Oct 31 2019
prev sibling next sibling parent reply Walter Bright <newshound2 digitalmars.com> writes:
Looks like a very nice initiative! Looking forward to more!

A thought - host it on github? That way people can easily contribute
suggestions 
to it. You'd be in charge, of course, with what to do with those suggestions.
Oct 31 2019
parent reply SealabJaster <sealabjaster gmail.com> writes:
On Thursday, 31 October 2019 at 07:38:46 UTC, Walter Bright wrote:
 Looks like a very nice initiative! Looking forward to more!

 A thought - host it on github? That way people can easily 
 contribute suggestions to it. You'd be in charge, of course, 
 with what to do with those suggestions.
Happy to say it is on github, https://github.com/SealabJaster/PersonalWebsite Issue is though, since it's my personal website I never thought anyone else would even look at the source, so it's got a bit of jank in it. For example, each blog post is going to be hand written HTML https://github.com/SealabJaster/PersonalWebsite/blob/master/PersonalWebsite/Views/BlogPosts/JsonSerialiser1.cshtml Though I might bother making it so I can write in markdown instead.
Oct 31 2019
parent Walter Bright <newshound2 digitalmars.com> writes:
On 10/31/2019 2:51 AM, SealabJaster wrote:
 On Thursday, 31 October 2019 at 07:38:46 UTC, Walter Bright wrote:
 Looks like a very nice initiative! Looking forward to more!

 A thought - host it on github? That way people can easily contribute 
 suggestions to it. You'd be in charge, of course, with what to do with those 
 suggestions.
Happy to say it is on github, https://github.com/SealabJaster/PersonalWebsite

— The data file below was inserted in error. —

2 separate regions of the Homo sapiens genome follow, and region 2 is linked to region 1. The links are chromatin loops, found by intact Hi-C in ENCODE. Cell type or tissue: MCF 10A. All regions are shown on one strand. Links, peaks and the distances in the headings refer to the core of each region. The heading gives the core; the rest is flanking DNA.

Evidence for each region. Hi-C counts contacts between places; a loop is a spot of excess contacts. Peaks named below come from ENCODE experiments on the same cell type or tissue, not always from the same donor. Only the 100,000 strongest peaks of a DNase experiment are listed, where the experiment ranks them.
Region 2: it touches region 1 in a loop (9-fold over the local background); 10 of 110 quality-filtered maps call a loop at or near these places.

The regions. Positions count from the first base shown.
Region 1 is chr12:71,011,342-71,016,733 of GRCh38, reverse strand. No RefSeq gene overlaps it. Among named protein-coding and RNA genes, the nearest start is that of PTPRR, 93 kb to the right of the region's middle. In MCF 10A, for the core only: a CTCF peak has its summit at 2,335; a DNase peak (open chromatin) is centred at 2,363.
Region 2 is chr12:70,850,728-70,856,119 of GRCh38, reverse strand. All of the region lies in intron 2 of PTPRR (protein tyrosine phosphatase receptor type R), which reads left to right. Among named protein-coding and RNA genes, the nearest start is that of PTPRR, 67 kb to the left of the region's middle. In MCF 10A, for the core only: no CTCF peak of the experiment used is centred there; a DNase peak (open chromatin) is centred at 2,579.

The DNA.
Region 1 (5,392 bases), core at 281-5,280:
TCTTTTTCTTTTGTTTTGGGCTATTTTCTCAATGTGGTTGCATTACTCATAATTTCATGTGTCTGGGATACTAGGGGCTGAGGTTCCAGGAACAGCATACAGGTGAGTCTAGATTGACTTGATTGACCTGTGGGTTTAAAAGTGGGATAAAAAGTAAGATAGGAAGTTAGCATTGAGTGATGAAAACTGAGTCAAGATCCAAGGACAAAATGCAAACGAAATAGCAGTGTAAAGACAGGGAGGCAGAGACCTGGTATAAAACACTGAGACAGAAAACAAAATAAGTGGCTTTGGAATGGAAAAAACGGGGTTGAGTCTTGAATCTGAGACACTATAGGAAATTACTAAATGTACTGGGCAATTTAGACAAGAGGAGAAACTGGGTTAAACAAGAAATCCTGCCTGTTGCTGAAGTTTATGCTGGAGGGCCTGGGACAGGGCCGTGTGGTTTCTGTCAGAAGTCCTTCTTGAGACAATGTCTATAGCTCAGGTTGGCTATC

Excellent!
 Issue is though, since it's my personal website I never thought anyone else 
 would even look at the source, so it's got a bit of jank in it.
Github is an opportunity for you to build your brand and career.
 For example, each blog post is going to be hand written HTML 
 https://github.com/SealabJaster/PersonalWebsite/blob/master/PersonalWebsite/Views/BlogPosts/Js
nSerialiser1.cshtml 
 
 Though I might bother making it so I can write in markdown instead.
Markdown is a good choice. I've done the hand written HTML, it's agony.
Oct 31 2019
prev sibling next sibling parent reply Paolo Invernizzi <paolo.invernizzi gmail.com> writes:
On Thursday, 31 October 2019 at 00:05:06 UTC, SealabJaster wrote:
 https://bradley.chatha.dev/Home/Blog?post=JsonSerialiser1

 Currently only the first post is out, as I'd like to collect 
 feedback before writing any more.

 [...]
Great Job, keep pushing! If you don't know it, I suggest to have a look to the venerable Philippe Sigaud "D Template Tutorial" for inspiration [1]. It was by far the most complete and comprensive tutorial covering every aspect of the D Template programming. It would be great to have also an updated version of it ... [1] https://github.com/PhilippeSigaud/D-templates-tutorial
Oct 31 2019
parent reply GreatSam4sure <greatsam4sure gmail.com> writes:
On Thursday, 31 October 2019 at 09:02:07 UTC, Paolo Invernizzi 
wrote:
 On Thursday, 31 October 2019 at 00:05:06 UTC, SealabJaster 
 wrote:
 https://bradley.chatha.dev/Home/Blog?post=JsonSerialiser1

 Currently only the first post is out, as I'd like to collect 
 feedback before writing any more.

 [...]
Great Job, keep pushing! If you don't know it, I suggest to have a look to the venerable Philippe Sigaud "D Template Tutorial" for inspiration [1]. It was by far the most complete and comprensive tutorial covering every aspect of the D Template programming. It would be great to have also an updated version of it ... [1] https://github.com/PhilippeSigaud/D-templates-tutorial
The tutorial you referred to is very comprehensive but i am confess is hard to understand. I have read it twice but i did not understand. It might be my fault but i will prefer a simple start with the newbie in mind
Oct 31 2019
parent reply Paolo Invernizzi <paolo.invernizzi gmail.com> writes:
On Thursday, 31 October 2019 at 09:07:18 UTC, GreatSam4sure wrote: